Russia’s Military-Industrial Complex Struggles With High Employee Turnover

Publication: Eurasia Daily Monitor Volume: 21 Issue: 5

(Source: Ministry of Defense of the Russian Federation)

At the end of last year, it was becoming increasingly apparent that Russian industry was struggling with flagging production rates and a shortage of technical personnel (see EDM, September 21, October 31, December 4, 2023). The most recent update of Russia’s industrial statistics for the beginning of 2024 provides a better understanding of the fundamental limitations preventing real increases in the country’s arms production. These realities cast doubt on the bravado of high-ranking Russian officials who continue to claim a significant and sustainable increase in production rates (Rosstat.gov.ru, December 29, 2023; Minpromtorg.gov.ru, December 25, 2023). Decreasing human capital has become one of the most crucial limiting factors for Moscow’s military-industrial complex—one that is growing due to heavy Russian losses in Ukraine (Ukrinform, January 16). In 2023, much analysis focused on discussing the growing deficit of workers in Russia’s industrial sector, with a special focus on arms manufacturing. The problem, however, appears to be much deeper than previously thought and hardly manageable for the Kremlin and state-owned corporations in the near term.

On the surface, the recent industrial statistics demonstrate a slight growth in employment in some key industries related to arms manufacturing. Although, the table below does indicate a shortage of workers in several technical industries:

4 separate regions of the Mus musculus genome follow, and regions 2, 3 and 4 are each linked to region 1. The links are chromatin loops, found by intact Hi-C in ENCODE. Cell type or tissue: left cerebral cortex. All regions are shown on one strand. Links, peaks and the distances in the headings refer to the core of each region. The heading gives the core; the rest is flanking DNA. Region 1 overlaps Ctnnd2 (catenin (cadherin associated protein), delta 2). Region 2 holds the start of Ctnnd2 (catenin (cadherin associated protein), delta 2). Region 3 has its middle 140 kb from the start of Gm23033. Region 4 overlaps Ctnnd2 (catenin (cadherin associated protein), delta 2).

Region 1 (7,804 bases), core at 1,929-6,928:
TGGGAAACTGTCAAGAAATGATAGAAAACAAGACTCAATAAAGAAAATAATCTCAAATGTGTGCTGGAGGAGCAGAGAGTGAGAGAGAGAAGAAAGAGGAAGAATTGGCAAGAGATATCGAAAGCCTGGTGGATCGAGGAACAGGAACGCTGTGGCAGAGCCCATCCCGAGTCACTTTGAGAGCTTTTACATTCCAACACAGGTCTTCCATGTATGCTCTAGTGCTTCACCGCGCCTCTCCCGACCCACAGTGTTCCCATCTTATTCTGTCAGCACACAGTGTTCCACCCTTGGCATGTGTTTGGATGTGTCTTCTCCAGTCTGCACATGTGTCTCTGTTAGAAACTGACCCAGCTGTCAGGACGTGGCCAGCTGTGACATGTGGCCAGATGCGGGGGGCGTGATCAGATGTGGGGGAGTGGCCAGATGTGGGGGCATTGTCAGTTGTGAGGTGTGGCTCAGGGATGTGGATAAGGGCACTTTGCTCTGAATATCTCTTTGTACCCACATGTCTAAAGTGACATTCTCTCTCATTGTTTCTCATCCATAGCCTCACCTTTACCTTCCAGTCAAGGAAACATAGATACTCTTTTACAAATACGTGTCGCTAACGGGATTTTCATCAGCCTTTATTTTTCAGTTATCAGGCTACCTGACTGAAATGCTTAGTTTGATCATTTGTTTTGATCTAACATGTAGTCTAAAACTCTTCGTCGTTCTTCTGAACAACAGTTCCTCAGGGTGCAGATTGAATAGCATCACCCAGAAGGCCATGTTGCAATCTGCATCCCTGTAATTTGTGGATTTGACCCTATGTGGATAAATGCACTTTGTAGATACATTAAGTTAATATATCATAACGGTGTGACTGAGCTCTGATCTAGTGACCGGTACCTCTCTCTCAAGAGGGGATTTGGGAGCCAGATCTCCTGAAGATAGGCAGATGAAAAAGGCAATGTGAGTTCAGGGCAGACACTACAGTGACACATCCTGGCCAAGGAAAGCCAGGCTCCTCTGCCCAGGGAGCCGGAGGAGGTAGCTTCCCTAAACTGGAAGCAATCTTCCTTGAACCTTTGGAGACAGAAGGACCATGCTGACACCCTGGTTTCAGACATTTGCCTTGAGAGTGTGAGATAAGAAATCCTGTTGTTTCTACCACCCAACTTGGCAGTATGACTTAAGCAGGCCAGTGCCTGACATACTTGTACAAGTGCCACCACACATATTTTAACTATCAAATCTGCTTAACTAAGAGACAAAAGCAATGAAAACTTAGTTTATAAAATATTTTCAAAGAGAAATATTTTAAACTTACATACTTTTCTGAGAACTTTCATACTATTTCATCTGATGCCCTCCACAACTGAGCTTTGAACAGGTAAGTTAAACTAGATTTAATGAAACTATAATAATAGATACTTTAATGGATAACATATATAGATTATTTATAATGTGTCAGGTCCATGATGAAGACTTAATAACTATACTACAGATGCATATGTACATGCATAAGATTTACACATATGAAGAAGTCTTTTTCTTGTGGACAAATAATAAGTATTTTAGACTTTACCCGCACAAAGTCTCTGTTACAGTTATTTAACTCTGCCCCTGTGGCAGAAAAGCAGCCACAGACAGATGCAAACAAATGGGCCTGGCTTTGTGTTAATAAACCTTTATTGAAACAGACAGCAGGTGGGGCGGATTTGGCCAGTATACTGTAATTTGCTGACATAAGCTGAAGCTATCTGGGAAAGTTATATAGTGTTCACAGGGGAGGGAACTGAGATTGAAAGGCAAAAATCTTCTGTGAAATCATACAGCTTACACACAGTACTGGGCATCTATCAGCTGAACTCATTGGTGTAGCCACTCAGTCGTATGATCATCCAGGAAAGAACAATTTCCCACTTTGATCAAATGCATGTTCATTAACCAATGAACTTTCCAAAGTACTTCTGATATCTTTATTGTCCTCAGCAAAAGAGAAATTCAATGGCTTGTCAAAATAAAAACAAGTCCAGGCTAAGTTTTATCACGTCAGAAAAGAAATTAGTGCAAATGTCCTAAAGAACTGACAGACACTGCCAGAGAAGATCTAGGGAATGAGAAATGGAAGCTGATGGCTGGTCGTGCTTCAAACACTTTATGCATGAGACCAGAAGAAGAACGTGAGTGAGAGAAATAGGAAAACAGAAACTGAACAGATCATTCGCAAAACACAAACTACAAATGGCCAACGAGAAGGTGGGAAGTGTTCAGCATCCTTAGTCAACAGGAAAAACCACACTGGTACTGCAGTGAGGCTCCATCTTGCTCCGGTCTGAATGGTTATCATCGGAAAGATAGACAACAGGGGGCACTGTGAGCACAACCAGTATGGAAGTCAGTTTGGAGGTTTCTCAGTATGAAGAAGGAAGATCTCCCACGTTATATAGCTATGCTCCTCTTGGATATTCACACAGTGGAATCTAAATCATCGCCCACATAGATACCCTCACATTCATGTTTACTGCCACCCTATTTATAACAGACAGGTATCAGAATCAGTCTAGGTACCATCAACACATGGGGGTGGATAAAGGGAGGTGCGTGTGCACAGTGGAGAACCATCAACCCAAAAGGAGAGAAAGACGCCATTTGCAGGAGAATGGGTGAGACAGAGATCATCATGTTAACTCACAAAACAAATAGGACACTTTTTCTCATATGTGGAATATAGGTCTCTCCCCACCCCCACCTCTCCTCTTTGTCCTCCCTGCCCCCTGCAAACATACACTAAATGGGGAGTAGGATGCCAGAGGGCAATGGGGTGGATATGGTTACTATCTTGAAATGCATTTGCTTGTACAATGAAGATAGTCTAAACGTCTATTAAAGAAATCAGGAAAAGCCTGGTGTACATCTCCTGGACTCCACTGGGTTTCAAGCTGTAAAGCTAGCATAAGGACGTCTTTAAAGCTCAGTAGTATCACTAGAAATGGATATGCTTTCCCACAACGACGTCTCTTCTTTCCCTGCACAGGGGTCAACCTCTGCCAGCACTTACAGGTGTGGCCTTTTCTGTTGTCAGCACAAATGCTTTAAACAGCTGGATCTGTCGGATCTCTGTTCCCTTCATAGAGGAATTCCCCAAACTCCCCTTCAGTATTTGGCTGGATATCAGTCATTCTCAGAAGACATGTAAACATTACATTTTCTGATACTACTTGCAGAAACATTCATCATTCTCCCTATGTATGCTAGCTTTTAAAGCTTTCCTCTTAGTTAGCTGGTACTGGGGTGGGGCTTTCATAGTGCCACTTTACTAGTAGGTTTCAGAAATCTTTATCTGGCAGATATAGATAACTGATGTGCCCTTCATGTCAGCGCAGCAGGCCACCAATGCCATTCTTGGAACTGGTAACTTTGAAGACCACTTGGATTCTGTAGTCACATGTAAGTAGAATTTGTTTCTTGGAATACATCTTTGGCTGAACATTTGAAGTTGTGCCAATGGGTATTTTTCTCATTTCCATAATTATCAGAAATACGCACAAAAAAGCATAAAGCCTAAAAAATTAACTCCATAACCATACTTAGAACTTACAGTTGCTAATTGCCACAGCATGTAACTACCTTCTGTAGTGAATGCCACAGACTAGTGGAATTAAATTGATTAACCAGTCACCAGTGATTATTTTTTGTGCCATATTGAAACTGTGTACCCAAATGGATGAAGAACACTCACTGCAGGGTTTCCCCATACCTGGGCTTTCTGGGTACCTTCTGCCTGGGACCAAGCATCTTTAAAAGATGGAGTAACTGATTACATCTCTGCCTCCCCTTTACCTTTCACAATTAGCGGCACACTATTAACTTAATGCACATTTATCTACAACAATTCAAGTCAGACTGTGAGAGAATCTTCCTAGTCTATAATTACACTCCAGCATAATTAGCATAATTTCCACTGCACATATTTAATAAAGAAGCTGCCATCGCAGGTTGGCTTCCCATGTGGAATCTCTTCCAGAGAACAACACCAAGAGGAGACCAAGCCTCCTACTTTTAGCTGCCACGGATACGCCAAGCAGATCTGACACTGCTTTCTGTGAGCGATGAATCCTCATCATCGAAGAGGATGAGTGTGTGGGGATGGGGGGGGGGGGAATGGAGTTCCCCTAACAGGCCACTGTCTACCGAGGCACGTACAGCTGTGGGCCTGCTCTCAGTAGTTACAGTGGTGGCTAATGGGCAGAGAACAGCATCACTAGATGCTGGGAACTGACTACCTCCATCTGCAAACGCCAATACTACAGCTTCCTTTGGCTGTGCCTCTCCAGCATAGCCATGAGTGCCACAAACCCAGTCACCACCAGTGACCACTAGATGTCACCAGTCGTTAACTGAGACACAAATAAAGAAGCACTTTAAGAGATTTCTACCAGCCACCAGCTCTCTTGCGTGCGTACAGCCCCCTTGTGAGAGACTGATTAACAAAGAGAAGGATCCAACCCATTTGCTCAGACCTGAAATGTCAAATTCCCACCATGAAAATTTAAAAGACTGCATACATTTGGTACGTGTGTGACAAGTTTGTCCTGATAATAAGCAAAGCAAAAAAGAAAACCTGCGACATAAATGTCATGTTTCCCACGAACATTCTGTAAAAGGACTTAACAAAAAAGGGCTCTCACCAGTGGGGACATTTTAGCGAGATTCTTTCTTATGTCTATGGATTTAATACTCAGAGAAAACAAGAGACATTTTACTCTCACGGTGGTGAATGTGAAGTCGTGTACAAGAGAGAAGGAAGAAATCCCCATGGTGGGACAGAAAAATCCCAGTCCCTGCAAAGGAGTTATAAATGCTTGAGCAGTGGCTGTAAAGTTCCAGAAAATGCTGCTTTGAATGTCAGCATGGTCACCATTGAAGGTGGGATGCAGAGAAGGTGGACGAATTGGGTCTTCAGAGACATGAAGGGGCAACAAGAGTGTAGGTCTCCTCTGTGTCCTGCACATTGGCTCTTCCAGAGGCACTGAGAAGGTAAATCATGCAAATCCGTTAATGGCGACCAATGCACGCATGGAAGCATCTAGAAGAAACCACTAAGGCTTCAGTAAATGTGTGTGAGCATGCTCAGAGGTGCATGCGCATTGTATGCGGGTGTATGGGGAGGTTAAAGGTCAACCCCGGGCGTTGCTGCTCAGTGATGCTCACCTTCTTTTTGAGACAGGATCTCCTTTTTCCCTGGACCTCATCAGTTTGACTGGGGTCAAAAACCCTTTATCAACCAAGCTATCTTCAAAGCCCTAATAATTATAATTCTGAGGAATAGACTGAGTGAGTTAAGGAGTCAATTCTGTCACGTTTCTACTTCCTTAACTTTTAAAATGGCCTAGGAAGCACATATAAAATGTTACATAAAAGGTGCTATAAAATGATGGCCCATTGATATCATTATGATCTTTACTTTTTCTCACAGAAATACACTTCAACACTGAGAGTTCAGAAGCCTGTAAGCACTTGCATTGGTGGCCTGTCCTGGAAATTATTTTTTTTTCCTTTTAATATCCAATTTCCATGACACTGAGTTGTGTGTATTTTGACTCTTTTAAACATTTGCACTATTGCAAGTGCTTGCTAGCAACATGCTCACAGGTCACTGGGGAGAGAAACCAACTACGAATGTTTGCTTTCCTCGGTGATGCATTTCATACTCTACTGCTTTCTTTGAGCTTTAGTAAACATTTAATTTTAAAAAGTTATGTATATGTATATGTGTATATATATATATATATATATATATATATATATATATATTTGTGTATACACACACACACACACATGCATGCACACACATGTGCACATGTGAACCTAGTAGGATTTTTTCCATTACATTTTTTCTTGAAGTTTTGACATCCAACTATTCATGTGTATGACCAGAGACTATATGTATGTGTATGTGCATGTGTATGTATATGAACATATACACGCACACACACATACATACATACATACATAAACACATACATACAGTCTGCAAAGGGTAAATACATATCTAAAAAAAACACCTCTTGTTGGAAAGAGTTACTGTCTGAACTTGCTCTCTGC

Number of Employees in Thousands in Russian Industries Related to Arms Manufacturing, 2017–2022

201720182019202020212022
Main Chemical Products, Fertilizers, Plastics, etc.215215.7222.2221.6224.1225.1
Other Fabricated Metal Products281.5255.2244.4242.3233.8235.7
Computers/Electronic and Optical Devices379.7353.1350.7345.5350.4352
Aircraft, Spacecraft, and Related Equipment287.7275.1270.8267.5264.2264.9
Other Transportation139.8121.1124.4130.2136137.4
Machine Tools5.18.17.87.87.27.1
Total1,308.81,228.31,220.31,214.91,215.71,222.2

Steady growth in employment was demonstrated only in the chemical industry, now standing closer to 2010 and 2011 levels, at 239,000 and 230,000, respectively (Rosstat.gov.ru, accessed January 11, 2024). The category “Other Transportation” demonstrated a slight recovery in 2019–22 after significantly dropping in 2018. Personnel working on manufacturing computers and electronics also grew modestly in 2021 and 2022, as did the aerospace industry and workers in the “Other Fabricated Metal Products” for 2022. It remains unclear whether this recovery became a sustainable trend in 2023.